The degree of hepatic steatosis is also associated with worsening dyslipidemia and glucose control. From this, it can be postulated that the degree of severity of steatosis may dictate the risk of cardiovascular outcomes in patients with NAFLD. Arulanandan et al.26 study reported that NAFLD patients with increased liver fat quantified by MRI and proton-density-fat-fraction were more likely to have abdominal obesity, decreased high-density lipoprotein levels, increased triglycerides (TGs), and increased fasting glucose levels (P<0.001). In addition, NAFLD patients with MRI-proton-density-fat-fraction above the median were more likely to have MetS (60.3 vs. 44.4%, P<0.04).
Although liver biopsy remains the gold standard for the diagnosis of NALFD, several noninvasive markers and serology-based tests have been used to assess the degree of hepatic steatosis and fibrosis. Liver enzymes [alanine aminotransferase (ALT), aspartate aminotransferase, and γ-glutamyl transferase] and noninvasive markers of fibrosis have been utilized to predict the risk of CVD and establish a relationship between NAFLD, T2DM and CVD. Ballestri et al.27 meta-analysis and systematic review have reported this. NAFLD (defined by elevated liver enzymes and ultrasound) was associated with an almost two-fold increased risk of T2DM and MetS over a 5-year follow-up. Noninvasive markers, such as cytokeratin-18, nonalcoholic fatty liver disease fibrosis score (NFS), and transient elastography, have also been associated with increased liver-related mortality and CVD 16.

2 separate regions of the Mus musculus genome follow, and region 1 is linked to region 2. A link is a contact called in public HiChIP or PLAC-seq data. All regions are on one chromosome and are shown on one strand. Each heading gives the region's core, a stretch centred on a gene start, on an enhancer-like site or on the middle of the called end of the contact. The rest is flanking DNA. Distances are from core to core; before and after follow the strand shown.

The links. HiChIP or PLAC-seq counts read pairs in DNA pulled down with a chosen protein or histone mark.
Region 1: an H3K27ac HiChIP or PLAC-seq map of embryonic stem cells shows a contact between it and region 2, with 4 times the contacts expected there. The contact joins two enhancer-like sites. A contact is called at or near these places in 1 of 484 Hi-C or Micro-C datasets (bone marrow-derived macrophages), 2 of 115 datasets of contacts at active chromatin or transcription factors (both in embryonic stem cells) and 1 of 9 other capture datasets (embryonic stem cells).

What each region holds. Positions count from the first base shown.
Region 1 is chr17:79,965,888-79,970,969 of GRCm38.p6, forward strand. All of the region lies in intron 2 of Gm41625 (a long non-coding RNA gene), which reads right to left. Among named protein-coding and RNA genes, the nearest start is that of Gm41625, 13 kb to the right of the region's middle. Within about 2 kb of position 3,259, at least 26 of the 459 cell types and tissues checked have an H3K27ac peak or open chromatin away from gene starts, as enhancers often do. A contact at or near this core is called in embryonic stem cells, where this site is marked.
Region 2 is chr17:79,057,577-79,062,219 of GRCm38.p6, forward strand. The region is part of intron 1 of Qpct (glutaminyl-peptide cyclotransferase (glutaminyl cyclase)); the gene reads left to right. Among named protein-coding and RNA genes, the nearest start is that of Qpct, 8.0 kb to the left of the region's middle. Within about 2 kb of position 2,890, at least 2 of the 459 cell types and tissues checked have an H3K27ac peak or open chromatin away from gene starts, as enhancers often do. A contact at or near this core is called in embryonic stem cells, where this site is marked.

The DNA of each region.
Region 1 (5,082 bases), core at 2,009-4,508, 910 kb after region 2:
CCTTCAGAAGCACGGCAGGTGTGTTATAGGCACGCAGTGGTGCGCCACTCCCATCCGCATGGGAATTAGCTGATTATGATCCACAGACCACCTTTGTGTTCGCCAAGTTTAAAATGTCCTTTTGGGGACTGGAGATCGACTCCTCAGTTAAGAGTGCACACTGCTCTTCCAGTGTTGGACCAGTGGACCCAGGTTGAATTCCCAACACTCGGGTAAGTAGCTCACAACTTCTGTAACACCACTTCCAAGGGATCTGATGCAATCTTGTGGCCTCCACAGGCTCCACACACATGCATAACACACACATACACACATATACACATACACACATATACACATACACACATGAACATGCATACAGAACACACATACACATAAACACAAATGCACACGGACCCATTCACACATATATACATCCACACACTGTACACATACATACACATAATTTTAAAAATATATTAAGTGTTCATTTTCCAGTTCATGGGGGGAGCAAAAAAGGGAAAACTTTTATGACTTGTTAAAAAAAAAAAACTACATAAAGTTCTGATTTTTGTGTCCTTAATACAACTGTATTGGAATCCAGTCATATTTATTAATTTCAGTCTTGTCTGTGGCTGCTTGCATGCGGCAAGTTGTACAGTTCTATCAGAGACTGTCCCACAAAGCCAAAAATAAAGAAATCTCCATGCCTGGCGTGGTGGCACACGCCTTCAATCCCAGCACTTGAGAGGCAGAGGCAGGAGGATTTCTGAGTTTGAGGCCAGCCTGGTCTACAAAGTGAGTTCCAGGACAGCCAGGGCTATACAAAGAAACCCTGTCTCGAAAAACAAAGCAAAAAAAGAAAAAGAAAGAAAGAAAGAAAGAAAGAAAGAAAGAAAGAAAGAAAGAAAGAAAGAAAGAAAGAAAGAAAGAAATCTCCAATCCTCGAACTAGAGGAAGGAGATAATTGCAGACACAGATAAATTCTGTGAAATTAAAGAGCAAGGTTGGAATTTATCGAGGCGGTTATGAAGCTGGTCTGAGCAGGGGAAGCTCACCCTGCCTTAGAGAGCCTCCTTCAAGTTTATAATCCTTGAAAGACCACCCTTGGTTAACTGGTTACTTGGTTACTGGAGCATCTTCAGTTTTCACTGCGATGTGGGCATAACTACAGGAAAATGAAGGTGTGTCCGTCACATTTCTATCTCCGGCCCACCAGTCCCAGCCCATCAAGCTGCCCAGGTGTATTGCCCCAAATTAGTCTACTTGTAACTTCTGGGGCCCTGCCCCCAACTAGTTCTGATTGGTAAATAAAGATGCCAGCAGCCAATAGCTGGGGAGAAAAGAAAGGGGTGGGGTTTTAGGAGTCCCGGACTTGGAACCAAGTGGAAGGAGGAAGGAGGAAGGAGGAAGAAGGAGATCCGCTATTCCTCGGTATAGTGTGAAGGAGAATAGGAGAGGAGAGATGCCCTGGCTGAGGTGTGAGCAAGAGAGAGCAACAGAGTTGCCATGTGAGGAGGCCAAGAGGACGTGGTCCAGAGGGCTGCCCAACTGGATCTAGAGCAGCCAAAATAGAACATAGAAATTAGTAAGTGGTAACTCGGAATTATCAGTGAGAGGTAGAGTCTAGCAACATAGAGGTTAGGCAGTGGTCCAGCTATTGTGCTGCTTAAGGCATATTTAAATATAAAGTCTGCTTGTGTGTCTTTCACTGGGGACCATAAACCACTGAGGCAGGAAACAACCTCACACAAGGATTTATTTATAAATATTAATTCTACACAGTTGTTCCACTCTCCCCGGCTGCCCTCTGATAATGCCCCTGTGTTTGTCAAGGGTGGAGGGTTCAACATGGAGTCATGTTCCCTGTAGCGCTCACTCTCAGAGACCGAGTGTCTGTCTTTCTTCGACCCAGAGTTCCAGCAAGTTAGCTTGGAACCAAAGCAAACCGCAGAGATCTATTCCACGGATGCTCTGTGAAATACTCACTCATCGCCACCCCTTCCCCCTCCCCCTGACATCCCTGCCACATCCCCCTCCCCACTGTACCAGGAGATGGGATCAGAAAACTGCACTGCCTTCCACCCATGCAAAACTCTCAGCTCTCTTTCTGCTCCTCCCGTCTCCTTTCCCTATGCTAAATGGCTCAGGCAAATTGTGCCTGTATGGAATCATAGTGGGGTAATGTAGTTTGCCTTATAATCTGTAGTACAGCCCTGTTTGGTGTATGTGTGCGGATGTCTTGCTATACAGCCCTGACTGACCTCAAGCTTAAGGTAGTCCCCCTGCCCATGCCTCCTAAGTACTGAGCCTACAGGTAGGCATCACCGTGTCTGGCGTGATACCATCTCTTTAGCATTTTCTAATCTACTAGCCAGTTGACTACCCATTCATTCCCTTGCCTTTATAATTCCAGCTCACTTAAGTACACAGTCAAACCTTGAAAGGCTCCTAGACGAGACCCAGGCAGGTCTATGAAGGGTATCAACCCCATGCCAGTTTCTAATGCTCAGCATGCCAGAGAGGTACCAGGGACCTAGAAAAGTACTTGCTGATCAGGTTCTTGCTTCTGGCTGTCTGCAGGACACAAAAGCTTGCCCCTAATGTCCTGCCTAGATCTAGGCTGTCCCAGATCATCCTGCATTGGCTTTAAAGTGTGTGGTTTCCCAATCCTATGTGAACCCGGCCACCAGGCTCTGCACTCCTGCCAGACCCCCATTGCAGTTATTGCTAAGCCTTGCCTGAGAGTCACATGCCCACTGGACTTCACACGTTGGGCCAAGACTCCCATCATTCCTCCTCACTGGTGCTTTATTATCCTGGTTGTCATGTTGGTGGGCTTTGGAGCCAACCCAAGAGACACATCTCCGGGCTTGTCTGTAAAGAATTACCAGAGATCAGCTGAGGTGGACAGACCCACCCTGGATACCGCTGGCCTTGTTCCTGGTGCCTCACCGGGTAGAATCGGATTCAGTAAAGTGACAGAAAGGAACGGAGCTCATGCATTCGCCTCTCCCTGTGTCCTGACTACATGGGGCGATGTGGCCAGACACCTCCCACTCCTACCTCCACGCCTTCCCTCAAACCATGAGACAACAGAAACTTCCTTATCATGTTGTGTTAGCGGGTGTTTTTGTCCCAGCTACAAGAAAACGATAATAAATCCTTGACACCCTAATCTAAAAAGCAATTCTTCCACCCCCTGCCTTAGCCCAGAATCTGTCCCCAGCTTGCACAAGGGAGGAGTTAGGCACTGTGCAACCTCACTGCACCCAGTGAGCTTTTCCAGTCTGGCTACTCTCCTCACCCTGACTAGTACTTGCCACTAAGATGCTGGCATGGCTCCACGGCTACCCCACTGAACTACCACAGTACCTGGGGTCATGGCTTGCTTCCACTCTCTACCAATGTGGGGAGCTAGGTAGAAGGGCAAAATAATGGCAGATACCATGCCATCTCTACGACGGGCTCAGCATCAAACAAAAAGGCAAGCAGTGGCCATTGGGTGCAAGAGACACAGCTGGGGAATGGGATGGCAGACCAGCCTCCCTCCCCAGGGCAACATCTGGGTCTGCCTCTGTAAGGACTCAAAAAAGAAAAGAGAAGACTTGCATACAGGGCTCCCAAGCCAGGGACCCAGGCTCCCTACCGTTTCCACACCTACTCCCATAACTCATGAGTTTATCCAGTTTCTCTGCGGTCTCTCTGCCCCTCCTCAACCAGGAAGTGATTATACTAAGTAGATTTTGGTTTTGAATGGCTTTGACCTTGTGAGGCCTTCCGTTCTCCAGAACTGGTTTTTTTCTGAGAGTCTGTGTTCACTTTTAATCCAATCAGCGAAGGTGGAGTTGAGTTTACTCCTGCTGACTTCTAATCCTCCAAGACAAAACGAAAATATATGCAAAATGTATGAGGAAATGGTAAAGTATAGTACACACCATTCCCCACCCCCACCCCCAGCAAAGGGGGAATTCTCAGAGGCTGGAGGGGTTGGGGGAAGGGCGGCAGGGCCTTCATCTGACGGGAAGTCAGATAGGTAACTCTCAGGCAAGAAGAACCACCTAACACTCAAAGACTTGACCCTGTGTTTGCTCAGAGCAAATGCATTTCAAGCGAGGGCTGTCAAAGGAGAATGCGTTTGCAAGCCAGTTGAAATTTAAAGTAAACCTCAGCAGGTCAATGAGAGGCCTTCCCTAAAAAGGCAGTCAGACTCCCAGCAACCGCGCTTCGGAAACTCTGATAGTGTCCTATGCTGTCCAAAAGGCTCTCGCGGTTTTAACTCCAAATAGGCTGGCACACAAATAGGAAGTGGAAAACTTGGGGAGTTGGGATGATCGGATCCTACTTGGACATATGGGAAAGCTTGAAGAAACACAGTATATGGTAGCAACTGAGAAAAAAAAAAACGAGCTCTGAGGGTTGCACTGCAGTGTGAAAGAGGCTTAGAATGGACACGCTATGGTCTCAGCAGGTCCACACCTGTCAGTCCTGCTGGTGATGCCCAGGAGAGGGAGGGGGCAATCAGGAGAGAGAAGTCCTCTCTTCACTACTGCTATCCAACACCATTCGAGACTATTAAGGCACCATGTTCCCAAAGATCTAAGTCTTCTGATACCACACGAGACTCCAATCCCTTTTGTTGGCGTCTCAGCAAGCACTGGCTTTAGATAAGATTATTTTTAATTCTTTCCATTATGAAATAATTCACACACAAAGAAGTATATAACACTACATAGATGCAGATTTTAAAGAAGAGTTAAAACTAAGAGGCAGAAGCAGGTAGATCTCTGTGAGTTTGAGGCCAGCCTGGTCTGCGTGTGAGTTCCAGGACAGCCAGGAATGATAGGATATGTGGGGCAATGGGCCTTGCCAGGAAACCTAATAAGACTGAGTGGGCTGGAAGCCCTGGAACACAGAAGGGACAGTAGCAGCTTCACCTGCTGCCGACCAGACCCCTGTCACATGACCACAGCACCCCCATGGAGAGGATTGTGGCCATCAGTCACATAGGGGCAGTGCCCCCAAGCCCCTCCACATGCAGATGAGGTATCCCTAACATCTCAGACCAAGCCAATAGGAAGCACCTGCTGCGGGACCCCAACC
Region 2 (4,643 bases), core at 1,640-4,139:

Mortality in patients with nonalcoholic fatty liver disease
Patients with NAFLD have an increased overall mortality compared with the general population. Several Third National Health and Nutrition Examination Survey-based studies 36–38 have evaluated the association between NAFLD and mortality and a recent meta-analysis has shown that NAFLD increased overall mortality by 57% mainly from liver-related and CVD causes and increased risk of T2DM by approximately two-fold 5.
To date, there are no specific scoring systems to assess CVD in patients with NAFLD. The Framingham Risk Score (FRS) has been used to assess the risk of CVD in patients with NAFLD on the basis of the close association of NAFLD and typical risk factors of CVD and MetS. The 10-year probability of CVD as calculated by the FRS in patients with NAFLD is high compared with an sex-matched and age-matched group 28. Dogan et al.39 study and similar studies have taken this a step further to determine whether noninvasive markers of liver fibrosis in combination with FRS more accurately predict the risk of CVD in the NAFLD population. In their study, FRS was found to be higher in NAFLD patients than in controls (P<0.05). In addition, NFS was also higher in the intermediate/high probability coronary heart disease (CHD) risk group in NAFLD (P<0.05). The NFS cutoff point for identifying intermediate/high CHD risk in NAFLD patients was −2.1284, with a sensitivity and a specificity of 95.2 and 48.3%, respectively, with a predictive performance of 72% on the basis of the area under the curve value 39. There may be some value in utilizing FRS in combination with noninvasive markers of fibrosis in risk stratifying CHD in NAFLD patients.
Mechanisms linking nonalcoholic fatty liver disease and cardiovascular disease
NAFLD contributes toward atherosclerosis independent of typical risk factors for CVD, although the direct mechanisms of this relationship have not been completely defined. Proposed mechanisms include IR and a proinflammatory milieu, which alters the lipogenesis cycle and glucose metabolism promoting and facilitating arthrogenesis and hence CVD.